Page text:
- Question from LisaM: I call my memory lapses chemo brain, but I've been told this can also be a symptom of menopause. Is this something that may get better as the symptoms of menopause abate?
Patricia A. Ganz, M.D.
You're raising a very interesting question and many women with breast cancer have two colliding situations. One is the onset of menopause, which may be premature and at a time in life when you're not expecting it. The second is breast cancer, which is very distressing in terms of the seriousness of the diagnosis as well as the complexity and toxicity of its treatment. Many women going through menopause normally (which would actually gradually occur over a 10-year period of time from the mid-to-late 40s into the mid-to-late 50s) notice changes in their memory, and this may be related to difficulties sleeping. They may awaken at night with sweats and hot flashes.
In addition, there is well-documented evidence that estrogen plays an important role in verbal word fluency, which is the medical phrase to indicate remembering words, remembering names. The only single deficit that lowered levels of estrogen is related to is the ability to remember words and names. Many women, such as myself, who have transitioned to menopause will have difficulty remembering the specific names of people or places and it may take a painfully long time to retrieve a word or name. When a woman has chemotherapy and all of a sudden she's 45 and menstruating, and within two months has stopped, she has condensed what might have been a 10-year experience to a few months. Suddenly, the body has to adjust to a much lower level of estrogen. This may lead to very serious night sweats, hot flashes, changes in mood, and memory problems from not sleeping and the sudden changes in her hormone levels. So in addition to the chemotherapy that she's receiving, which may possibly contribute to the syndrome that's called chemo brain, she also has the sudden onset of a chemical menopause which is very severe in its symptoms and side effects. So many women who ultimately complained to their doctor a year after the treatment that they couldn't think clearly, that they were having difficulty remembering names and doing tasks, may have this experience because of the onset of menopause, but it could also be contributed to by the treatment. This is the real challenge we have: to try and figure out what's going on and whether this is just menopause or being contributed to by the cancer treatment.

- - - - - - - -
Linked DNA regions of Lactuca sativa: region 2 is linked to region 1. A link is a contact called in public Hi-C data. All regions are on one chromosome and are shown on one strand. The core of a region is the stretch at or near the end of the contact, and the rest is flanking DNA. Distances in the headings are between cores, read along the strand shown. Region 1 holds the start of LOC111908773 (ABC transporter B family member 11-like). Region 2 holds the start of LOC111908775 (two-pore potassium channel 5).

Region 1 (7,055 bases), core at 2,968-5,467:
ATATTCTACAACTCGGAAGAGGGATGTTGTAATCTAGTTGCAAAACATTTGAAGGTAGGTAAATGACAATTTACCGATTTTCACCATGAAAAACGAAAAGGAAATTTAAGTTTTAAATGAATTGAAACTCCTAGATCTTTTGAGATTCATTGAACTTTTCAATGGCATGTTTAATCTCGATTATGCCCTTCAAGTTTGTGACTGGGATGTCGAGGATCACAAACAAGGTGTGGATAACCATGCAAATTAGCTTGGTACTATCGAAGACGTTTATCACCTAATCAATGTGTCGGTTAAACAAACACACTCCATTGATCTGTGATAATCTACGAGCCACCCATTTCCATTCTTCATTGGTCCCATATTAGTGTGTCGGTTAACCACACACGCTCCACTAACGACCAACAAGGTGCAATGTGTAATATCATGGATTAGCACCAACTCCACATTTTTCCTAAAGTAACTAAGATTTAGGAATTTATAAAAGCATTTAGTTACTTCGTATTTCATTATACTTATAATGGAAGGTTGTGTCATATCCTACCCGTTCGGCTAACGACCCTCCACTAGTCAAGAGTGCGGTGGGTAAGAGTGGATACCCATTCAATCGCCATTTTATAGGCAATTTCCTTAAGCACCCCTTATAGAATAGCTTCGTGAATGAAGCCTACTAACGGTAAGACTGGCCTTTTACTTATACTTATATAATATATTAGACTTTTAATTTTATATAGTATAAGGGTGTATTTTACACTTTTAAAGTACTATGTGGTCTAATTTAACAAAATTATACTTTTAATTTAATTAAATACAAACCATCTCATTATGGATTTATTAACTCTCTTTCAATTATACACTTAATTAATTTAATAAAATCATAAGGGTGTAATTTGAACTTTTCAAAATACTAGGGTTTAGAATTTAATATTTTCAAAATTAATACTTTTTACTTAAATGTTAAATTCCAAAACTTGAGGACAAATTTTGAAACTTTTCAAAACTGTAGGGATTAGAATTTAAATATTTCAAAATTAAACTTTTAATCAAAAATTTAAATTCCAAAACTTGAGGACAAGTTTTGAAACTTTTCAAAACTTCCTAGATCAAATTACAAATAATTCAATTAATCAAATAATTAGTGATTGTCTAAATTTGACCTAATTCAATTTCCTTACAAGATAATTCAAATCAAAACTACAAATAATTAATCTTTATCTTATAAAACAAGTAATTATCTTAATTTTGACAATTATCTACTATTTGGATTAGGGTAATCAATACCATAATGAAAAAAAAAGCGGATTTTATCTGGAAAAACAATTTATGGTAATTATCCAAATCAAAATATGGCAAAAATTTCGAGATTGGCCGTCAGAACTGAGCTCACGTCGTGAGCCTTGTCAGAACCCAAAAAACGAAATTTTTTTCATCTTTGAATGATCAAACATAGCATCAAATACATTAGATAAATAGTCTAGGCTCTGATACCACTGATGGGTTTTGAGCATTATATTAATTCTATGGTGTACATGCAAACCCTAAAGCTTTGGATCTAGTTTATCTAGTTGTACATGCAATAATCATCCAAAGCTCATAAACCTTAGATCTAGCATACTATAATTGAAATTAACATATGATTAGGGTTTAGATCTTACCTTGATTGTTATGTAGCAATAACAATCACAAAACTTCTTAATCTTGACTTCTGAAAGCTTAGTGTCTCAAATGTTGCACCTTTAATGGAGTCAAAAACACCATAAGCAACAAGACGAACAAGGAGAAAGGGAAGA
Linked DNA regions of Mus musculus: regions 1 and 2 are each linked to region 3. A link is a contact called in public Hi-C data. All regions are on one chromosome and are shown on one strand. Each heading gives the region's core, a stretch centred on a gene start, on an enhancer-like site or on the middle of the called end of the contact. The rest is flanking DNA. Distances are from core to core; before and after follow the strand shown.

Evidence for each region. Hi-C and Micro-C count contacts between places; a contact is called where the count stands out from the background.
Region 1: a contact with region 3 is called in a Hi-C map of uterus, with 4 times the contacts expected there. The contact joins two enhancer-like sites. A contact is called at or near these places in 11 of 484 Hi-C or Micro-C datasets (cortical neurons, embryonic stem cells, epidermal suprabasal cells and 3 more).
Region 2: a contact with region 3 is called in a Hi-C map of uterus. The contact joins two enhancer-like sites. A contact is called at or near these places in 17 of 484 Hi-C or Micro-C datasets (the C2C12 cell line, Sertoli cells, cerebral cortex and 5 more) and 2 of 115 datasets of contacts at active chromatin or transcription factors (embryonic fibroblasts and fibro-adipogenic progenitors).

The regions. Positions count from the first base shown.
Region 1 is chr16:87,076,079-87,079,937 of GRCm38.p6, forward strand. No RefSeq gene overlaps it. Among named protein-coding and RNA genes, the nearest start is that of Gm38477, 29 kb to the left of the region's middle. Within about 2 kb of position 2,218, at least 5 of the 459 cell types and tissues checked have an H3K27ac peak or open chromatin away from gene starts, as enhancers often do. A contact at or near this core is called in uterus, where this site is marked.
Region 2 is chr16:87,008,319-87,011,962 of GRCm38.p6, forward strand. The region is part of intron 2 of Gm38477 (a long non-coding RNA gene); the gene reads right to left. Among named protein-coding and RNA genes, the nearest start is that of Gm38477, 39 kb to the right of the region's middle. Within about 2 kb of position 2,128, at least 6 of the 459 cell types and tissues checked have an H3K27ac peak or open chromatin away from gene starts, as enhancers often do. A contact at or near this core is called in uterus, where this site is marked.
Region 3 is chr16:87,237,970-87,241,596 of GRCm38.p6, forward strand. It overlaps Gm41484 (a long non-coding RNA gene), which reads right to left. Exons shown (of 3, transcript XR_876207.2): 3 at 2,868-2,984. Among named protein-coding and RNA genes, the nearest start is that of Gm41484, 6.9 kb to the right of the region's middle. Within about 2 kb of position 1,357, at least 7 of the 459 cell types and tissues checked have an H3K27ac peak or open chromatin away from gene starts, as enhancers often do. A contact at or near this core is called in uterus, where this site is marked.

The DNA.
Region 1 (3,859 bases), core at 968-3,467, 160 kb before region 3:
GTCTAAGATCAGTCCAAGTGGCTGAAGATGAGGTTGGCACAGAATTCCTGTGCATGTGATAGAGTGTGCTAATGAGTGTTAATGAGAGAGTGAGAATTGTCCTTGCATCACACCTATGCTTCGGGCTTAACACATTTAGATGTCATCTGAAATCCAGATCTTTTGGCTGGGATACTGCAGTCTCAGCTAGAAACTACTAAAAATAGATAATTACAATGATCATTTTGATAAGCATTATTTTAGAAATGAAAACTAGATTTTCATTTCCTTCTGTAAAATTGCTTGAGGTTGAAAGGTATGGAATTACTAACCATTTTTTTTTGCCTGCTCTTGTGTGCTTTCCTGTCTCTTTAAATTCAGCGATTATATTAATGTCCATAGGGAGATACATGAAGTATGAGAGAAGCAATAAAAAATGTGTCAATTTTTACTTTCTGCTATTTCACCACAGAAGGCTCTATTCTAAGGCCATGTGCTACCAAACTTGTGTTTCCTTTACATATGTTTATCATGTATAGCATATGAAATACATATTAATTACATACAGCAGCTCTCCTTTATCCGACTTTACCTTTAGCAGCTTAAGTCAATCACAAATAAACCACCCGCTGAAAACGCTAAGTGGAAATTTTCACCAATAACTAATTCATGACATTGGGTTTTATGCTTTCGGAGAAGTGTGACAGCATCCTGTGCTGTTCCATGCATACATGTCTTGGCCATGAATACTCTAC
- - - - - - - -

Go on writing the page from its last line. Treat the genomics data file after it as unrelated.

On Wednesday, August 16, 2006, our Ask-the-Expert Online Conference was called Thinking and Memory Challenges. Patricia A. Ganz, M.D. and moderator Marisa Weiss, M.D. answered your questions about the memory and concentration challenges that can happen during and after breast cancer treatment.
The materials presented in these conferences do not necessarily reflect the views of Breastcancer.org. A qualified healthcare professional should be consulted before using any therapeutic product or regimen discussed. All readers should verify all information and data before employing any therapies described here.
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